Friday, December 05, 2008

The Truth About You

I recently received a copy of Marcus Buckingham's latest release, The Truth About You. One of the reasons I chose this book is because I have an 18-year-old son who's a senior in high school, and we've had multiple go-rounds about what he's going to "do with his life" after high school. Part of his dilemma (I think) is the fact that he honestly doesn't know what his strengths are (besides video games and computers).

The pluses: Not only is this a short book, but it can be read in short sittings. If you're busy, you can set it down. Marcus's writing style is straightforward and clear. BUT this is also a book to make you think (see below).

It also comes with a short DVD that features Marcus talking about the principles of finding your strengths, what strengths and weaknesses are (as he defines them). The DVD serves as an introduction to the ideas in the book. This is ideal for those who enjoy multimedia--especially visual and auditory learners. The book is also meant to be hands-on. Included is a two-sided ReMemo pad. He clearly explains how to use this as well.

Marcus gives specific guidelines for how to find your strengths and narrow down your three best strengths. In theory, those are the strengths that should guide you into the job--into the career--that will give you the most satisfaction.

My son and I watched the 20-minute DVD and discussed the sections in the book dealing with discovering strengths. He's a video game and computer nut. We actually found a strength for him--He likes problem solving and strategy, finding solutions to win (video gaming). I never thought I'd find that strength for him in video gaming, but that makes sense.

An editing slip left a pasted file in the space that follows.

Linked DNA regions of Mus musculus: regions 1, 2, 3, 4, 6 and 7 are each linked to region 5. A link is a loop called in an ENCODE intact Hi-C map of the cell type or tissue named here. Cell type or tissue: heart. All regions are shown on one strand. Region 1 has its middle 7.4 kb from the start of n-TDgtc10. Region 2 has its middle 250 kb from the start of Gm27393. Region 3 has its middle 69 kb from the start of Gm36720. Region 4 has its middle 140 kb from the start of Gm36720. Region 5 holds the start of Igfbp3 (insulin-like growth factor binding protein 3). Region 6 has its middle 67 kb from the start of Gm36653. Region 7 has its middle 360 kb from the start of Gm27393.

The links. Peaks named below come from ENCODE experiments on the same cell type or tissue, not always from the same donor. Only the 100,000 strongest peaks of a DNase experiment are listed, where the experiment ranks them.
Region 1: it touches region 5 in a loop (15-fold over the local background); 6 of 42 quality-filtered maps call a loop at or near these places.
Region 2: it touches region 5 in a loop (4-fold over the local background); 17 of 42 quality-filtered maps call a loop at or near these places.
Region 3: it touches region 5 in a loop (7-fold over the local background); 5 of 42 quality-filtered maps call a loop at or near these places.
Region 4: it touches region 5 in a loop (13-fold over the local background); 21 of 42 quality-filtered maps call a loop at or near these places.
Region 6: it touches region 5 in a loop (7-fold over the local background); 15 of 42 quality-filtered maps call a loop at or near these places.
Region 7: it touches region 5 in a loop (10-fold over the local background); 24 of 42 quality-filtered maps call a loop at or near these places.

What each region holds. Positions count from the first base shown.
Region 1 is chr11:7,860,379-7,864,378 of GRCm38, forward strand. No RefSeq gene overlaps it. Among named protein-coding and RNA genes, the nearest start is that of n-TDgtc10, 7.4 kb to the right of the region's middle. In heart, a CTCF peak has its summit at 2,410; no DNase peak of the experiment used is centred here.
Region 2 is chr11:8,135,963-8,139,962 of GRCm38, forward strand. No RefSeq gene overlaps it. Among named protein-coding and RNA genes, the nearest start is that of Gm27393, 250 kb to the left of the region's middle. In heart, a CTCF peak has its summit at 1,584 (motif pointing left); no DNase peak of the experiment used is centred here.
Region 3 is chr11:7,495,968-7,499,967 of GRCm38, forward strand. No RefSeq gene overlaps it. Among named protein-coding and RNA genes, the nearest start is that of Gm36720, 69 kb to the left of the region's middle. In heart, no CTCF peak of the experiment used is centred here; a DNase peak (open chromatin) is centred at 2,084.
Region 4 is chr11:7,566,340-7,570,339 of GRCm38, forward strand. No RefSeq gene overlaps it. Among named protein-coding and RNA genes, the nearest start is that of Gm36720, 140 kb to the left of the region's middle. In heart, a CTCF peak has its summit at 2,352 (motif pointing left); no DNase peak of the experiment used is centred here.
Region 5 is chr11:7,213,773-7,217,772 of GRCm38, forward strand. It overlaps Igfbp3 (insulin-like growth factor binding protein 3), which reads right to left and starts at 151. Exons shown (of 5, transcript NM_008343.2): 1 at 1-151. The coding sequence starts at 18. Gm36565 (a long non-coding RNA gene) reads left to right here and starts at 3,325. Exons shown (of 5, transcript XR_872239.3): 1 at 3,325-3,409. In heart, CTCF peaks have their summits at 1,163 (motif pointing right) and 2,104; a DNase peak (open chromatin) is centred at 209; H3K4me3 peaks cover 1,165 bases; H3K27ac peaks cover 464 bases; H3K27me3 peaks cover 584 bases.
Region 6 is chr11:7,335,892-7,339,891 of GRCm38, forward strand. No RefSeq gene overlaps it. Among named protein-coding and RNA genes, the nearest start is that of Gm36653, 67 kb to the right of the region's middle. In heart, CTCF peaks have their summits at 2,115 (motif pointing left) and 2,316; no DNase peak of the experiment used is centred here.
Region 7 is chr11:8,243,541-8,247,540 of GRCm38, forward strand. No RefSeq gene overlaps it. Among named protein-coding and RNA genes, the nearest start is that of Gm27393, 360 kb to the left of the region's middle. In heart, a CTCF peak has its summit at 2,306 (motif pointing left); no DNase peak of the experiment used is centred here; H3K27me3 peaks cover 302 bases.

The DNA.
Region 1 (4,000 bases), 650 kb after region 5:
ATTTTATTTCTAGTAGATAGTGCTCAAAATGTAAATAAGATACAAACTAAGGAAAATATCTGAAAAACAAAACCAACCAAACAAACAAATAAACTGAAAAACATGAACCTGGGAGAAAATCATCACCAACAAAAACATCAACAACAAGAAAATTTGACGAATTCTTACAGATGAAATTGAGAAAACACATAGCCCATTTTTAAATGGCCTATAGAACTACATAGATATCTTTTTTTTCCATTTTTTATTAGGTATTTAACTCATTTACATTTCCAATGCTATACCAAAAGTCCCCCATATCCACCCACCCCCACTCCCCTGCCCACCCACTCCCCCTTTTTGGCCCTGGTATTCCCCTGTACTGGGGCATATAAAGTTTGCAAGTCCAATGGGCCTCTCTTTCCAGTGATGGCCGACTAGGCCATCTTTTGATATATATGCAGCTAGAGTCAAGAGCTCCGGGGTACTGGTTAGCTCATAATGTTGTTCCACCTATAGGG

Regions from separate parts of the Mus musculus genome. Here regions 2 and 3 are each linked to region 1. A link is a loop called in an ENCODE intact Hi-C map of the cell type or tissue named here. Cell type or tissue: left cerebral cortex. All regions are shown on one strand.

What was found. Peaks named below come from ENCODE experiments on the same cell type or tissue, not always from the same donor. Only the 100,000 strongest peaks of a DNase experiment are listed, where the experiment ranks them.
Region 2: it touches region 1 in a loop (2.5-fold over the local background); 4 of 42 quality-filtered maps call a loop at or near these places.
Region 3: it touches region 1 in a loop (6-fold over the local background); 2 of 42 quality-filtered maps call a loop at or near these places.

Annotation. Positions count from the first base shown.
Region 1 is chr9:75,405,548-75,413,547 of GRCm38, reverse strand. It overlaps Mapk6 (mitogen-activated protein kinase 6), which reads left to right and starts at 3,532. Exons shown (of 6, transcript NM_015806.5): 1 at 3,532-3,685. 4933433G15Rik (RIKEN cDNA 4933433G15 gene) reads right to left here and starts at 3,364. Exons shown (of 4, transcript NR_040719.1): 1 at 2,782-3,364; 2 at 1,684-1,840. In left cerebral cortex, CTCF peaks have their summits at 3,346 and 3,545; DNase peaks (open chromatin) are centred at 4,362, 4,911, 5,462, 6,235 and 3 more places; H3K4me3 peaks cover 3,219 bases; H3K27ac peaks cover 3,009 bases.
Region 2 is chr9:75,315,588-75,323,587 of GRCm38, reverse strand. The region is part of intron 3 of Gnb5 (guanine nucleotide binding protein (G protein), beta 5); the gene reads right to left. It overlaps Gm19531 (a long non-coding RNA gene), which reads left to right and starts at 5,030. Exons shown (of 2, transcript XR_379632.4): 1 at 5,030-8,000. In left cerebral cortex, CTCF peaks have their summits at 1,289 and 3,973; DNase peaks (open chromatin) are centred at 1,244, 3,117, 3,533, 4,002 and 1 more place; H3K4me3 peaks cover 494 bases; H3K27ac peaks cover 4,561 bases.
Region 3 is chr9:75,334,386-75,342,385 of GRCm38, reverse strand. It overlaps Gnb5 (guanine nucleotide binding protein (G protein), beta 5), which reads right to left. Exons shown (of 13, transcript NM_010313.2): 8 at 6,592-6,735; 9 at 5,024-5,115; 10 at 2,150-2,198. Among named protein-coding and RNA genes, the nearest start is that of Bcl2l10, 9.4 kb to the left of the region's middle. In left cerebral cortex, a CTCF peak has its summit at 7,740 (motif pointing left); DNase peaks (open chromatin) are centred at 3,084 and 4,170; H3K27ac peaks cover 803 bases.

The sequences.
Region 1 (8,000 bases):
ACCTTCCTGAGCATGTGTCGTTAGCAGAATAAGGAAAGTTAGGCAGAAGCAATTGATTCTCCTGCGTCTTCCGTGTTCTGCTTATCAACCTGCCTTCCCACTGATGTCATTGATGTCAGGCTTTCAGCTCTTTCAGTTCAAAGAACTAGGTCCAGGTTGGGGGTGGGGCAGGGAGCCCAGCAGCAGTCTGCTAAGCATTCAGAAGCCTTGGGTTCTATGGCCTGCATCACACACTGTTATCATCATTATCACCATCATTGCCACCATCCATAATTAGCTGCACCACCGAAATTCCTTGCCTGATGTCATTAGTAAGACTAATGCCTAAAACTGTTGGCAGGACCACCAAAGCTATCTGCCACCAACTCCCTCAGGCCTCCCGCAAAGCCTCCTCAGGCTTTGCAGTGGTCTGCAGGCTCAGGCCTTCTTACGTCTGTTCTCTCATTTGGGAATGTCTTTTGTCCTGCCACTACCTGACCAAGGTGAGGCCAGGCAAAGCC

We also talked about a class in school where he feels like he's at his best, as if time flies during class, and he looks forward to working--this is his computer animation class.

I think this book is an excellent starting point for helping someone discover what they're truly good at, their God-given strength. Although I wouldn't call this a "Christian" book, its principles brought to mind the talent/strength of Olympian and missionary Eric Liddell. He said, "When I run, I feel God's pleasure." That to me is the feeling of a real strength.

The cover. While I liked the packaging--the DVD slides nicely into the pocket inside the front cover, and the ReMemo pad fits into its box inside the back cover--I didn't like the colors and font/graphics. I honestly would never have picked this up if I saw it in a store.

Also, I felt like this book was merely a starting point for discovering strengths. I would have liked to know more about what to do if a strength is something you're not "good" at, but you love. Should you abandon this effort? I was left with a few questions after going through this book with my son.

Overall impression: I think this book will help us and help him as he decides what's next after graduation. I'd rather him find his strengths now and learn to build on them, than get into a job he's miserable at, marking time and only looking forward to weekends.

You can check out a preview of the book here.


Anonymous said...

Interesting post. In the longer view, while The Truth About You is aimed at college students, which is why Marcus is touring campuses, we really need to start engaging kids in strengths discovery early on in their education. Why should they go through the majority of their schooling without articulating, building on or reflecting on their strengths? Seems like their school experiences could be more valuable with that knowledge. The definitive book on this topic is Jenifer Fox's Your Child's Strengths (Viking 2008). She lays out both why and how we can get kids strengths oriented. Buckingham wrote the forward. Great book.

More info can be found at If you would like a copy of the book for review, contact me directly.


Lynette Sowell said...

Sounds like something I'd be interested in reading, Nick. I'll try to contact you, but I can't read your profile.